To fulfill all of the Army’s global responsibilities, soldiers typically spend as much time deployed as they do at home between missions, inspiring service leaders to see which missions might be scrapped to give troops more down time and ultimately beef up readiness for when they do ship out.
“We are deploying at a higher rate now than we were, maybe, four or five years ago, at least at the peak of Afghanistan and Iraq in some ways,” Army Secretary Mark Esper told reporters Feb. 15 at the Pentagon. “We have a much higher op tempo than most people realize, driven by the fact that we are obviously still engaged in Afghanistan in the Middle East. We are now rotating ABCTs (Armored Brigade Combat Teams) to Korea and Europe.”
Staffing the Army’s global responsibilities has resulted in a deploy-to-dwell ratio of one to one, where the Defense Department standard is that troops should spend twice as much time at home as they do on deployments. Esper has launched an audit of the service’s global engagements, to include forward-stationed units, training exercises and other missions, to see which ones are necessary and which ones can be either scaled back or canceled to fill other readiness requirements.
“What we’re looking and what I’ve discussed with OSD (Office of the Secretary of Defense) is, are there some of these missions … are they as critical to the deployment … that really demand our troops,” he said.
Esper gave the example of the infantry brigade combat team (IBCT) currently stationed in Kuwait. Esper is examining whether the Army can withdraw that unit back to the United States to relieve more critical readiness shortfalls.
“Can we get relief from that mission, bring that unit back home so we can get its readiness up to a higher level, put it in the queue for more deployments out there and maybe increase that deploy-to-dwell time to something higher than one-to-one,” he said.
“We’re looking across the board at everything,” he added. “It’s not just those types of deployments, but it’s training, as well. I’ve talked with some of the combatant commanders to say ‘this training is great that we’re doing with partners, but it has to have a real return on investment.’ We can’t just be sending soldiers out to train and exchanging T-shirts and sipping tea. It has to have real value, otherwise I’m hurting my readiness.”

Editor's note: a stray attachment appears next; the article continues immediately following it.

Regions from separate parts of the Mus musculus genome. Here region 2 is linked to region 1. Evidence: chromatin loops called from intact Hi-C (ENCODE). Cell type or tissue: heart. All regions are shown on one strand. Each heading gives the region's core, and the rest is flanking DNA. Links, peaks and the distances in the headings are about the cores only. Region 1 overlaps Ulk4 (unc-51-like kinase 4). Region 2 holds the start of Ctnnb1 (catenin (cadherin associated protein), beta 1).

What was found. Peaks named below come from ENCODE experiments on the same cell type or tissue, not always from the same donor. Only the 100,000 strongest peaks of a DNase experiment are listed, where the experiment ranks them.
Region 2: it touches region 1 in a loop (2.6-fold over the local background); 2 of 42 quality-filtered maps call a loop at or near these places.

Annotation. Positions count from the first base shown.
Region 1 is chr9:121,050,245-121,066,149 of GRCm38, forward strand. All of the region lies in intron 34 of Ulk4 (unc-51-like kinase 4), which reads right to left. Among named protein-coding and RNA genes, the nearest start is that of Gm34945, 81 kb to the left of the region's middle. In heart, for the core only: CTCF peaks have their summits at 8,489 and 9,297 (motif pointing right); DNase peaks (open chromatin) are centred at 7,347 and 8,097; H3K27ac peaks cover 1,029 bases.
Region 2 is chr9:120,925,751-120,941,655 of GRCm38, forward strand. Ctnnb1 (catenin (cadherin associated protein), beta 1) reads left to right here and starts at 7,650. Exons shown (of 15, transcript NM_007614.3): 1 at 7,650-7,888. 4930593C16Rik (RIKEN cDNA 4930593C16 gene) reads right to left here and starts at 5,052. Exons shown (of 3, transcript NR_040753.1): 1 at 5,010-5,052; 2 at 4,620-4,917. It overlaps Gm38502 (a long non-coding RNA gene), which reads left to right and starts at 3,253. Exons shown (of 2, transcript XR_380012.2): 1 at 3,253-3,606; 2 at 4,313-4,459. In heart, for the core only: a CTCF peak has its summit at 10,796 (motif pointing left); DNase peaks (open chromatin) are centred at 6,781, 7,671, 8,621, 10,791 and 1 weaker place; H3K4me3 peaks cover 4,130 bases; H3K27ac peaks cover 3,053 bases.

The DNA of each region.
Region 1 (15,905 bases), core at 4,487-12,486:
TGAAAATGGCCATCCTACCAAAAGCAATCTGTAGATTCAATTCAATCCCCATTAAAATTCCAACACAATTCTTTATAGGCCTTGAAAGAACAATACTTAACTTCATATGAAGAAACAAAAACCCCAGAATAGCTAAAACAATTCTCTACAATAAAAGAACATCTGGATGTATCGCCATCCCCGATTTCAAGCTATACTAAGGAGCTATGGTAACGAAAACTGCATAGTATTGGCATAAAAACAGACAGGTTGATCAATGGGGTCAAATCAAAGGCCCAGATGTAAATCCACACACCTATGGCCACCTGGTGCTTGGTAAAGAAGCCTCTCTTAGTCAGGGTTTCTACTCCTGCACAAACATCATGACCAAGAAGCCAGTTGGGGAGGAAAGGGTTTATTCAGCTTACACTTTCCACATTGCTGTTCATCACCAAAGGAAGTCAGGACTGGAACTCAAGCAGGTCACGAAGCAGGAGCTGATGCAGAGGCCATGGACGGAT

The Army does not have enough soldiers to man its units at 100 percent, so deploying units soak up troops from others to fill gaps before embarking on a mission. That leaves fewer soldiers – and larger holes in stateside units – to train for upcoming contingencies, Esper said.
“I’m confident we can push soldiers out the door in large numbers, in sufficient numbers, for a fight or for a mission. The challenge is in the readiness piece in terms of preparing for those operations,” Esper said. “My biggest experience is the challenge we have with peacetime training as that feeds into readiness.”
He mentioned units at the National Training Center with authorization for 100-percent strength that only could muster 80 percent for exercises.
The Army is also looking at other initiatives to reduce medical non-deployables that includes a new fitness test for recruits and a new fitness regimen for combat units. Each brigade combat team is now staffed with a fitness trainer, a physical therapist and a nutritionist to “treat our soldiers like professional athletes,” Esper said.
“If they are injured on the field, we take them back and take care of them and get them back on the field as quickly as possible,” he said.